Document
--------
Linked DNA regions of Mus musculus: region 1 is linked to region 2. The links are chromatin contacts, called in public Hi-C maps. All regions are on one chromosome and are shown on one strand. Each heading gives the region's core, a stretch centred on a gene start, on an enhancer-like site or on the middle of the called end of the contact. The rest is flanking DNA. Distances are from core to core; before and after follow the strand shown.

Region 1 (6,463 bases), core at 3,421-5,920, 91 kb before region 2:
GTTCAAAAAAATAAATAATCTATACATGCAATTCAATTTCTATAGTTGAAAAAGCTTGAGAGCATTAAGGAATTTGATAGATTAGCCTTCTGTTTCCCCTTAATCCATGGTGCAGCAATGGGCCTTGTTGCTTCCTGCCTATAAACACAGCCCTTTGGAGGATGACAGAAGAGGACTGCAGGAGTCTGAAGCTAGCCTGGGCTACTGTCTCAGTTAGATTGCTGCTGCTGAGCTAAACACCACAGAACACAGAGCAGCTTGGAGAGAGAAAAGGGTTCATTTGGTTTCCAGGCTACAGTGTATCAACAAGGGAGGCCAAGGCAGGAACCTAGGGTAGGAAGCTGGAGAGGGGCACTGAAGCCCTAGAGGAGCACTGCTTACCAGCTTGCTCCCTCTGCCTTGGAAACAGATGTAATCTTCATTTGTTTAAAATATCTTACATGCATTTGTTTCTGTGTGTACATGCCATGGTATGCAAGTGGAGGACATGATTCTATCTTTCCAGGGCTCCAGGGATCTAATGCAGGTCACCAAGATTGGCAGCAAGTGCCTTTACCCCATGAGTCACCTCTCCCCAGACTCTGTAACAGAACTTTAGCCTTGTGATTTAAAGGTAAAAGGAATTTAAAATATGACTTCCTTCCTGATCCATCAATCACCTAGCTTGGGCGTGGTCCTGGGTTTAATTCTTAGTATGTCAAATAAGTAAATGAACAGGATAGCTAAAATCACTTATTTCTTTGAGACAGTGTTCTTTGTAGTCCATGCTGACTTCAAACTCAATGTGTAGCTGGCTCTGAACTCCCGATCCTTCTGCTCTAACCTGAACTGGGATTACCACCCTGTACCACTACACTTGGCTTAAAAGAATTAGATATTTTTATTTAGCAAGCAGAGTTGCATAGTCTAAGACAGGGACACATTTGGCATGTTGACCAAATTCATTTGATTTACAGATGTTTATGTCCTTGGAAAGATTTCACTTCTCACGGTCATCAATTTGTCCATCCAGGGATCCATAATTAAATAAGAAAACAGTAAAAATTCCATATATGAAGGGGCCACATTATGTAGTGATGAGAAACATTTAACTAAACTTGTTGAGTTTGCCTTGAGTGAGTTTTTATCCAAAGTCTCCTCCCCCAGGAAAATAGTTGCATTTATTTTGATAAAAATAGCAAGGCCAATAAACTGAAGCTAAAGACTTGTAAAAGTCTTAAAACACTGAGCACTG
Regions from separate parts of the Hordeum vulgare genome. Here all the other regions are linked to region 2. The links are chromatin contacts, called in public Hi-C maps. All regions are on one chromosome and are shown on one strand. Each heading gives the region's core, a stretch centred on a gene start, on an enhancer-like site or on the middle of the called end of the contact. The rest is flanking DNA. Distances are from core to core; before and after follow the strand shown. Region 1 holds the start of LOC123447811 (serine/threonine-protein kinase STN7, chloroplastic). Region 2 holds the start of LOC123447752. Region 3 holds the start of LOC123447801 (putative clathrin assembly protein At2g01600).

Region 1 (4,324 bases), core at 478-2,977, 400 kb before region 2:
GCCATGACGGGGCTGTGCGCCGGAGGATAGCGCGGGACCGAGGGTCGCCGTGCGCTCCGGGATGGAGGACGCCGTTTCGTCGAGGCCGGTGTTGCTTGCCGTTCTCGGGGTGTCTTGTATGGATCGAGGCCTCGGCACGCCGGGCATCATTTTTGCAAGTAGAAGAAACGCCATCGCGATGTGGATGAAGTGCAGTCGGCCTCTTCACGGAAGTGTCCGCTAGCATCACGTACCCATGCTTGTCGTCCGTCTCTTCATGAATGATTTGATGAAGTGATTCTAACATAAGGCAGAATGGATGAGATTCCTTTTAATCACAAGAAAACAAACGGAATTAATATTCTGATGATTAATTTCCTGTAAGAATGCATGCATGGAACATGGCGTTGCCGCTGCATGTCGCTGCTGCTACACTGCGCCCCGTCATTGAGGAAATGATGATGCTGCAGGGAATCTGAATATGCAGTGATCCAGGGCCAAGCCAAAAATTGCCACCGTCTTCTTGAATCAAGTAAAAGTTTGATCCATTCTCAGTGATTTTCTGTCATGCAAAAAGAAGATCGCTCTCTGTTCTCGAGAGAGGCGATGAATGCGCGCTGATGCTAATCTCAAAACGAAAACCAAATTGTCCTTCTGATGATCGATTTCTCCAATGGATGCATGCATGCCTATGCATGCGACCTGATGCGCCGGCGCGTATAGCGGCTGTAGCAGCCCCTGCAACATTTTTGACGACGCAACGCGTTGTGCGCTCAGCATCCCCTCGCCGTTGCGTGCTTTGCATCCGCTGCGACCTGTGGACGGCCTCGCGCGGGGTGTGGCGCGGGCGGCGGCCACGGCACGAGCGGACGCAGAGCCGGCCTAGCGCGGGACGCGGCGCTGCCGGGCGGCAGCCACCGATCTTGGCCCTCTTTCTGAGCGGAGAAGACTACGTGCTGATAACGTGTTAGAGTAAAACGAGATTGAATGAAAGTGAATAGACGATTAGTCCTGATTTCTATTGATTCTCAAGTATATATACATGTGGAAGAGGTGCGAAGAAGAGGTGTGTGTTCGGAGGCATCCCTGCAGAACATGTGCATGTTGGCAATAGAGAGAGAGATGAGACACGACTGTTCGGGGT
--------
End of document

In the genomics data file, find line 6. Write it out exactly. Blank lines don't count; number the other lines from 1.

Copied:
GCCATGACGGGGCTGTGCGCCGGAGGATAGCGCGGGACCGAGGGTCGCCGTGCGCTCCGGGATGGAGGACGCCGTTTCGTCGAGGCCGGTGTTGCTTGCCGTTCTCGGGGTGTCTTGTATGGATCGAGGCCTCGGCACGCCGGGCATCATTTTTGCAAGTAGAAGAAACGCCATCGCGATGTGGATGAAGTGCAGTCGGCCTCTTCACGGAAGTGTCCGCTAGCATCACGTACCCATGCTTGTCGTCCGTCTCTTCATGAATGATTTGATGAAGTGATTCTAACATAAGGCAGAATGGATGAGATTCCTTTTAATCACAAGAAAACAAACGGAATTAATATTCTGATGATTAATTTCCTGTAAGAATGCATGCATGGAACATGGCGTTGCCGCTGCATGTCGCTGCTGCTACACTGCGCCCCGTCATTGAGGAAATGATGATGCTGCAGGGAATCTGAATATGCAGTGATCCAGGGCCAAGCCAAAAATTGCCACCGTCTTCTTGAATCAAGTAAAAGTTTGATCCATTCTCAGTGATTTTCTGTCATGCAAAAAGAAGATCGCTCTCTGTTCTCGAGAGAGGCGATGAATGCGCGCTGATGCTAATCTCAAAACGAAAACCAAATTGTCCTTCTGATGATCGATTTCTCCAATGGATGCATGCATGCCTATGCATGCGACCTGATGCGCCGGCGCGTATAGCGGCTGTAGCAGCCCCTGCAACATTTTTGACGACGCAACGCGTTGTGCGCTCAGCATCCCCTCGCCGTTGCGTGCTTTGCATCCGCTGCGACCTGTGGACGGCCTCGCGCGGGGTGTGGCGCGGGCGGCGGCCACGGCACGAGCGGACGCAGAGCCGGCCTAGCGCGGGACGCGGCGCTGCCGGGCGGCAGCCACCGATCTTGGCCCTCTTTCTGAGCGGAGAAGACTACGTGCTGATAACGTGTTAGAGTAAAACGAGATTGAATGAAAGTGAATAGACGATTAGTCCTGATTTCTATTGATTCTCAAGTATATATACATGTGGAAGAGGTGCGAAGAAGAGGTGTGTGTTCGGAGGCATCCCTGCAGAACATGTGCATGTTGGCAATAGAGAGAGAGATGAGACACGACTGTTCGGGGT